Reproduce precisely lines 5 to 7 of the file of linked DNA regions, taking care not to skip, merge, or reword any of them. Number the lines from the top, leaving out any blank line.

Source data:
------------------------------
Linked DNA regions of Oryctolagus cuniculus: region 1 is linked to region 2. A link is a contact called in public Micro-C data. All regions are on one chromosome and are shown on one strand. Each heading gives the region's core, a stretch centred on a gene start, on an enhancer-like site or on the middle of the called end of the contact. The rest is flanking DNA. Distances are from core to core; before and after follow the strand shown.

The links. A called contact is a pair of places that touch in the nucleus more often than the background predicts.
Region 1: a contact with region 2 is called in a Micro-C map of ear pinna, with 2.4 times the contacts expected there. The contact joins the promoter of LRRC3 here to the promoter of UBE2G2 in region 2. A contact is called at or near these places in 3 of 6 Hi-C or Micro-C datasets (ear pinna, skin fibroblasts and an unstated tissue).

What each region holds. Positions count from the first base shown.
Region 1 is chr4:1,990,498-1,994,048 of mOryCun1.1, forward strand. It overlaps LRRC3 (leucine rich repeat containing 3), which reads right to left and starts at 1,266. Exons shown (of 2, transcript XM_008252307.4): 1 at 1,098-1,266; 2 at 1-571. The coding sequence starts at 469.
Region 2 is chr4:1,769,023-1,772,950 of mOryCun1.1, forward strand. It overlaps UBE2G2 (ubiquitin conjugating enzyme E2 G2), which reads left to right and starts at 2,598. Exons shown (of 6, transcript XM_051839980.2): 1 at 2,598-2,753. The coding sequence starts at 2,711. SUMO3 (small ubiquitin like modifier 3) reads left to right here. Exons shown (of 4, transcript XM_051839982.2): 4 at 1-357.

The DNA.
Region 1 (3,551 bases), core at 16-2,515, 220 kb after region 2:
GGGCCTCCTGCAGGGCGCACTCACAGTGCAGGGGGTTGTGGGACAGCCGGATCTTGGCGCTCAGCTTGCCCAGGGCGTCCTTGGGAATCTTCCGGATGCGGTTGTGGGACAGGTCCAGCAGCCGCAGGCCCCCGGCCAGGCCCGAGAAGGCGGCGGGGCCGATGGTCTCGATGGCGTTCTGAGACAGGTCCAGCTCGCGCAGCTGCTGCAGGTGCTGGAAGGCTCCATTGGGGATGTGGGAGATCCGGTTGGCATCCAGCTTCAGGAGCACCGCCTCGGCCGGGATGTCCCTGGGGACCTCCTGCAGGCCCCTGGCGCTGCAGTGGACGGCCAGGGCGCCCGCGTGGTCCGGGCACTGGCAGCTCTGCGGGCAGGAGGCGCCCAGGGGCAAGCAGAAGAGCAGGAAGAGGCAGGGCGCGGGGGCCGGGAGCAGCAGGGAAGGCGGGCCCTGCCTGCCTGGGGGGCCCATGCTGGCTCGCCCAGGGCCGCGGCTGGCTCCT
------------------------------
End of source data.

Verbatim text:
Region 1 is chr4:1,990,498-1,994,048 of mOryCun1.1, forward strand. It overlaps LRRC3 (leucine rich repeat containing 3), which reads right to left and starts at 1,266. Exons shown (of 2, transcript XM_008252307.4): 1 at 1,098-1,266; 2 at 1-571. The coding sequence starts at 469.
Region 2 is chr4:1,769,023-1,772,950 of mOryCun1.1, forward strand. It overlaps UBE2G2 (ubiquitin conjugating enzyme E2 G2), which reads left to right and starts at 2,598. Exons shown (of 6, transcript XM_051839980.2): 1 at 2,598-2,753. The coding sequence starts at 2,711. SUMO3 (small ubiquitin like modifier 3) reads left to right here. Exons shown (of 4, transcript XM_051839982.2): 4 at 1-357.

The DNA.